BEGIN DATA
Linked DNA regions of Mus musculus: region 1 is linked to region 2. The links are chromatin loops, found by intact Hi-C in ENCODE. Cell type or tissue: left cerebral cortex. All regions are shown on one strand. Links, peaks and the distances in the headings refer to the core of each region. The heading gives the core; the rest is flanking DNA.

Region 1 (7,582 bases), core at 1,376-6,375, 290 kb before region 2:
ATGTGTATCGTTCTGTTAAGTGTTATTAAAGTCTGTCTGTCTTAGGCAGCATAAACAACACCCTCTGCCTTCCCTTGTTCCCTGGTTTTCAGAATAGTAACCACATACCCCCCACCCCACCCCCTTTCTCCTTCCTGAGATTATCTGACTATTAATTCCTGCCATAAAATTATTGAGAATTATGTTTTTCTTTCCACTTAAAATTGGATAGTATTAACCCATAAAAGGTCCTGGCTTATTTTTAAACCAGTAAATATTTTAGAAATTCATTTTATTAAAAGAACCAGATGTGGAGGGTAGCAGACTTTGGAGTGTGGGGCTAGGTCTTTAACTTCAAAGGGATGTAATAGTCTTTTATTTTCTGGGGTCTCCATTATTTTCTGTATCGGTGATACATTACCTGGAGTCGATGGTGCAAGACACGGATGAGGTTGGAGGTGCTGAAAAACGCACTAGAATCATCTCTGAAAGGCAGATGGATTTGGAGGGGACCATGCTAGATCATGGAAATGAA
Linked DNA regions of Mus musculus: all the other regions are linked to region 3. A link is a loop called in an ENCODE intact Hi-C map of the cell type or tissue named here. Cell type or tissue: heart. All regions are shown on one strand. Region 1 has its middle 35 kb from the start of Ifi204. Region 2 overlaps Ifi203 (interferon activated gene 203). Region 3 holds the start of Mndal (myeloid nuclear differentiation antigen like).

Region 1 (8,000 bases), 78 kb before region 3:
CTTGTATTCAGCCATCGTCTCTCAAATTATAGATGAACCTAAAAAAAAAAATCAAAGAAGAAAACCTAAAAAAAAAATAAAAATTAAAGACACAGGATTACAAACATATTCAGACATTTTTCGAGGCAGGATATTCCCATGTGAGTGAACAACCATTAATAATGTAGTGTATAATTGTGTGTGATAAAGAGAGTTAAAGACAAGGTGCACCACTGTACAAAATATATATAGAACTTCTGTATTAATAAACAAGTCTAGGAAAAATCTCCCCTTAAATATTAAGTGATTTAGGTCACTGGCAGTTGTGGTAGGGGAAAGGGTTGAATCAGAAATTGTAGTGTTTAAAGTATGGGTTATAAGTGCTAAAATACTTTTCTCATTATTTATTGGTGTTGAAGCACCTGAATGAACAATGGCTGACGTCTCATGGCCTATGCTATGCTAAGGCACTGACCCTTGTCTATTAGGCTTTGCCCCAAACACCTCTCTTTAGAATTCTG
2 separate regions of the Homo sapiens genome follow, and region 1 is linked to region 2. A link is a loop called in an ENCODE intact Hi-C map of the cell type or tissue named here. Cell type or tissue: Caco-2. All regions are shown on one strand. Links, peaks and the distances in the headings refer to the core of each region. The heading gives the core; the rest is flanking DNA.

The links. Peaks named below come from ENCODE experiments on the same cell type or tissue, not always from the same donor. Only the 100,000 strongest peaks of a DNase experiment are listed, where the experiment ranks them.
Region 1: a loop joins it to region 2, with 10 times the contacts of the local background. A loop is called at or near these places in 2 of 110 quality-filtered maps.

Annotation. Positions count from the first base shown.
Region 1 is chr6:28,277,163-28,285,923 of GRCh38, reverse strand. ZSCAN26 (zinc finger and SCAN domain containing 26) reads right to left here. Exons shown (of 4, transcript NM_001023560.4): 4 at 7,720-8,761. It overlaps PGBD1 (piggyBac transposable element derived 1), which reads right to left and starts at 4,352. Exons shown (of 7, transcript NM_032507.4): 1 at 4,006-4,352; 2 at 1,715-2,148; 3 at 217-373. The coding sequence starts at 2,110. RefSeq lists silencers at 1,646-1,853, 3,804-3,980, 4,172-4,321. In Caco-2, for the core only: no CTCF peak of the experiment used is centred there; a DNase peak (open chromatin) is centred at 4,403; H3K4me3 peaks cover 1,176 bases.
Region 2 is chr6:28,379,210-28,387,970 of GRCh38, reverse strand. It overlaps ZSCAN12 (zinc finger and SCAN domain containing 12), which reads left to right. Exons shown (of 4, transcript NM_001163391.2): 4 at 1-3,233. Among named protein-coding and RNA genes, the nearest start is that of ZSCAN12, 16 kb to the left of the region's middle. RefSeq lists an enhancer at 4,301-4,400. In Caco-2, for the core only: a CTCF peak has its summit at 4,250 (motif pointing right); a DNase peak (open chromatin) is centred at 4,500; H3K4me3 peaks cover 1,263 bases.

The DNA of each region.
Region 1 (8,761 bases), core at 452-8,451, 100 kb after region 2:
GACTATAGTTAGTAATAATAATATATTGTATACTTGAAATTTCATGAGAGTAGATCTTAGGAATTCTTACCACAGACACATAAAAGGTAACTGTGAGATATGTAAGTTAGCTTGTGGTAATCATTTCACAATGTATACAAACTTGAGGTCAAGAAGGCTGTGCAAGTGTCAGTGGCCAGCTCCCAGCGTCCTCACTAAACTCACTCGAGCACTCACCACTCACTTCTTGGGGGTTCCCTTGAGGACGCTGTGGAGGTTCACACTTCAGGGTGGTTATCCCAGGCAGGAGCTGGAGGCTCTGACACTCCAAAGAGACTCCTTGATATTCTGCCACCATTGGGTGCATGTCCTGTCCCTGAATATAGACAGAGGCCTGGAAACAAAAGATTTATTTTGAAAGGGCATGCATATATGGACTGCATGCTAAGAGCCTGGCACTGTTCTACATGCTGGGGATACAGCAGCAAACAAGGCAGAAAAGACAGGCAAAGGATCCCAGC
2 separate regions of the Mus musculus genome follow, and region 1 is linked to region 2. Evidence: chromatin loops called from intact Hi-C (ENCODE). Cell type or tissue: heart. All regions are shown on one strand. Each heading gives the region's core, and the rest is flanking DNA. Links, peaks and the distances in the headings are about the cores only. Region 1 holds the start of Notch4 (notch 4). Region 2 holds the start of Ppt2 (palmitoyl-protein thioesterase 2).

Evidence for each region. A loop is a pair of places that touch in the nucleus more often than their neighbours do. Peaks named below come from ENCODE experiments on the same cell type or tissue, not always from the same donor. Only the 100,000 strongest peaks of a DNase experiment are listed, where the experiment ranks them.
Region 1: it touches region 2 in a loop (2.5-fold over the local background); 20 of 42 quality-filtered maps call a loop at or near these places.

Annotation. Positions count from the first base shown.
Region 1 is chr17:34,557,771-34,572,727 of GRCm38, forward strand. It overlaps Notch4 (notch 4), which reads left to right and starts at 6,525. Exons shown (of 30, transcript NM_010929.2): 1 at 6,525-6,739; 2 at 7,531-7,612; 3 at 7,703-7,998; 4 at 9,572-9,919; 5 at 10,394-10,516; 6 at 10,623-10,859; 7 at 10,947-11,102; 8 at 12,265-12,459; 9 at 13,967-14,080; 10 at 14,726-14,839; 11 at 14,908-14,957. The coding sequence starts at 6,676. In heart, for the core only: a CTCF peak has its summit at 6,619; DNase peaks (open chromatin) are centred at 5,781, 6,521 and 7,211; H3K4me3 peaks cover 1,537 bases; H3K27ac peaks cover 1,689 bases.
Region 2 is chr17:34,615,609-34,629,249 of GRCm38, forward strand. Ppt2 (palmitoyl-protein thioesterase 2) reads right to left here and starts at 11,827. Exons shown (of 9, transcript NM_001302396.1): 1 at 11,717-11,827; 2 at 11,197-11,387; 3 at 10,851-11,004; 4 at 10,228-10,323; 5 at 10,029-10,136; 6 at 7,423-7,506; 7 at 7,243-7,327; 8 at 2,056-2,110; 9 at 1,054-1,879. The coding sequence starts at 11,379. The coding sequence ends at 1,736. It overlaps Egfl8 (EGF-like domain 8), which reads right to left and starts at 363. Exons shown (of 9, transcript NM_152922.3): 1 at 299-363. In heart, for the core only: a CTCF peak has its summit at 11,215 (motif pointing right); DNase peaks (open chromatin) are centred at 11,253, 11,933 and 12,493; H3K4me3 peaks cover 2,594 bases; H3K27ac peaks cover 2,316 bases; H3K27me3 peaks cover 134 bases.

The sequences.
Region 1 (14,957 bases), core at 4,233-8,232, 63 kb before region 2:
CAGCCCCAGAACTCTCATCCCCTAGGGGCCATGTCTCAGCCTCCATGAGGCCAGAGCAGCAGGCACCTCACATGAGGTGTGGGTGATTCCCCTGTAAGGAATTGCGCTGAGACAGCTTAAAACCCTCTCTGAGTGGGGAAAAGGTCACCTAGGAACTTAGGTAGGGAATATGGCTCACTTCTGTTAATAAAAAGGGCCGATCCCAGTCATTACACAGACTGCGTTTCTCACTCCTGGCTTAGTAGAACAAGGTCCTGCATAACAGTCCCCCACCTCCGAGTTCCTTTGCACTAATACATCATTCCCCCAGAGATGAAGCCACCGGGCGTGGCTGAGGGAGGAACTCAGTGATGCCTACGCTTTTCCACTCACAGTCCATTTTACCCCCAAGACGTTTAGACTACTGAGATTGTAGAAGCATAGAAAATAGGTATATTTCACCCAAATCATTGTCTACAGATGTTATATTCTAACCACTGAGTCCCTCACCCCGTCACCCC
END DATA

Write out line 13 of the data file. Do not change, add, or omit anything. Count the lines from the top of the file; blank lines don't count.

The DNA of each region.